Florida has been the number-one state in the nation for years when it comes to sales of painkillers. Of all the Oxycodone sold nationwide in 2010, 89 percent was sold here. Much of that went to addicts and drug dealers both within the state and far beyond.
In 2010, Florida lawmakers passed tough restrictions on the sale of Oxycodone and other Schedule II and Schedule III drugs. The law tightens the rules on prescribing painkillers and penalizes doctors who prescribe too many of them with six-month suspensions and minimum fines of $10,000. It also bars doctors, with a few exceptions, from dispensing the drugs from their offices.
Ft. Pierce general practitioner Dr. Dwight Dawkins is among those saying the law makes legitimate prescriptions too difficult. He recently had to order a urine test to prove an 80-year-old patient was not a drug addict. He says that some patients with chronic pain are required to visit their doctors every month, when he otherwise might ask to see them only once every three months. Dawkins says that he is committed to getting his patients the medicine they need, but does not plan on taking on new patients who will require pain medication.
About a dozen people recently rallied outside the state capitol in Tallahassee in protest of the painkiller crackdown, which they see as preventing legitimate pain patients from getting needed medicine and causing needless suffering. Protester Robin Haas has undergone 16 surgeries as the result of two car accidents. She has prescriptions for morphine and Oxycodone, but says it can take weeks to find a pharmacy willing to fill them. She also says the law has prejudiced pharmacy personnel against people with painkiller prescriptions and that she is treated like a criminal.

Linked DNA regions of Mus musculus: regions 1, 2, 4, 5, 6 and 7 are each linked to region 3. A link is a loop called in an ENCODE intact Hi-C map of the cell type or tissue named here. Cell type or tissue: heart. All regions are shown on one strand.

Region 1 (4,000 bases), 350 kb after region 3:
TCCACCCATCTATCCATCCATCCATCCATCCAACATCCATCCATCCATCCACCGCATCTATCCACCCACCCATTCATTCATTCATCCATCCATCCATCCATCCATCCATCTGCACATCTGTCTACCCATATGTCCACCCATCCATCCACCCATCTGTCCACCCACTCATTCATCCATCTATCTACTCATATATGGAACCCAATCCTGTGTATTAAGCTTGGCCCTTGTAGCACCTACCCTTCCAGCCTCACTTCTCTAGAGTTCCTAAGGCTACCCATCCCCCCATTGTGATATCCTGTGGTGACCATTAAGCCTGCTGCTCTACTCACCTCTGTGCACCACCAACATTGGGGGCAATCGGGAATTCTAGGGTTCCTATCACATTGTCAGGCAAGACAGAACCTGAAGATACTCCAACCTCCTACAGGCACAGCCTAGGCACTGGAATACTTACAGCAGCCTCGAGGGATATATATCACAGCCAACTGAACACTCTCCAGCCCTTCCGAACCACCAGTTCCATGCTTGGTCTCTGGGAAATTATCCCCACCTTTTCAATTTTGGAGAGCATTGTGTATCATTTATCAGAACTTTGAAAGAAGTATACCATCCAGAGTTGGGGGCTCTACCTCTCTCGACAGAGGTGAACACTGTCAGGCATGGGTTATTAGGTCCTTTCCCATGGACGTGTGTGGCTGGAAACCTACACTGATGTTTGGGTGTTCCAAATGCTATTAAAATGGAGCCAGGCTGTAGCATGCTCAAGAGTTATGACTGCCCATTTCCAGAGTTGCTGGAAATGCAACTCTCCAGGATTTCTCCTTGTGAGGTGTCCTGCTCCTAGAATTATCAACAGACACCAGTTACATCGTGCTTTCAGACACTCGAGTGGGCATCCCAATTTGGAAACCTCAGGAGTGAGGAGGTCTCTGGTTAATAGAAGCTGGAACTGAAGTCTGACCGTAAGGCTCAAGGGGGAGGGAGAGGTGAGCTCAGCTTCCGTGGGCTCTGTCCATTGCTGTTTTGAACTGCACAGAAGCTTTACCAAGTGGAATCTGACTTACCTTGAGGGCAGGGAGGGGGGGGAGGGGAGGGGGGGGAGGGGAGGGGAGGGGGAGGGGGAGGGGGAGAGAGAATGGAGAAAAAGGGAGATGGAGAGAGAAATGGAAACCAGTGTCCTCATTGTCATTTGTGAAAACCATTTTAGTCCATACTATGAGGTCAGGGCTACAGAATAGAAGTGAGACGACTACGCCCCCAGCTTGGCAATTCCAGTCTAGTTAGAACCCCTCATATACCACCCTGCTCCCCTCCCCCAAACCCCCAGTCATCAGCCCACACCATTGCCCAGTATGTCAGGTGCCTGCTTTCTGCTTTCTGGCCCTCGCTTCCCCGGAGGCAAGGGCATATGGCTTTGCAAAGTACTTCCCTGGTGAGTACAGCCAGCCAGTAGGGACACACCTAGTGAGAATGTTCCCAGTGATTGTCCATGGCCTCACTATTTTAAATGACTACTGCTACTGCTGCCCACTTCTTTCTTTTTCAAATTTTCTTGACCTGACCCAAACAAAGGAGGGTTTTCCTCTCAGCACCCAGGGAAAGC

Another provision of the law has many worried about privacy and doctor-patient confidentiality. Every time a prescription for these controlled substances is filled, the name of the doctor prescribing the drug and the patient receiving it are entered into a statewide database known as E-FORCSE. Advocates of the program say it will serve to deter and track doctors and patients who would abuse these prescriptions. But defense attorneys say it gives law enforcement easy access to confidential medical data.
Law enforcement officers who wish to access medical records as part of a criminal investigation have to show probable cause and persuade a judge to sign off on a warrant. But protections of data in the prescription drug monitoring database are more lax. Investigators wishing to access the database must demonstrate that the data pertain to an investigation, and a program manager must approve the request. But a search warrant and the consent of a judge are not required.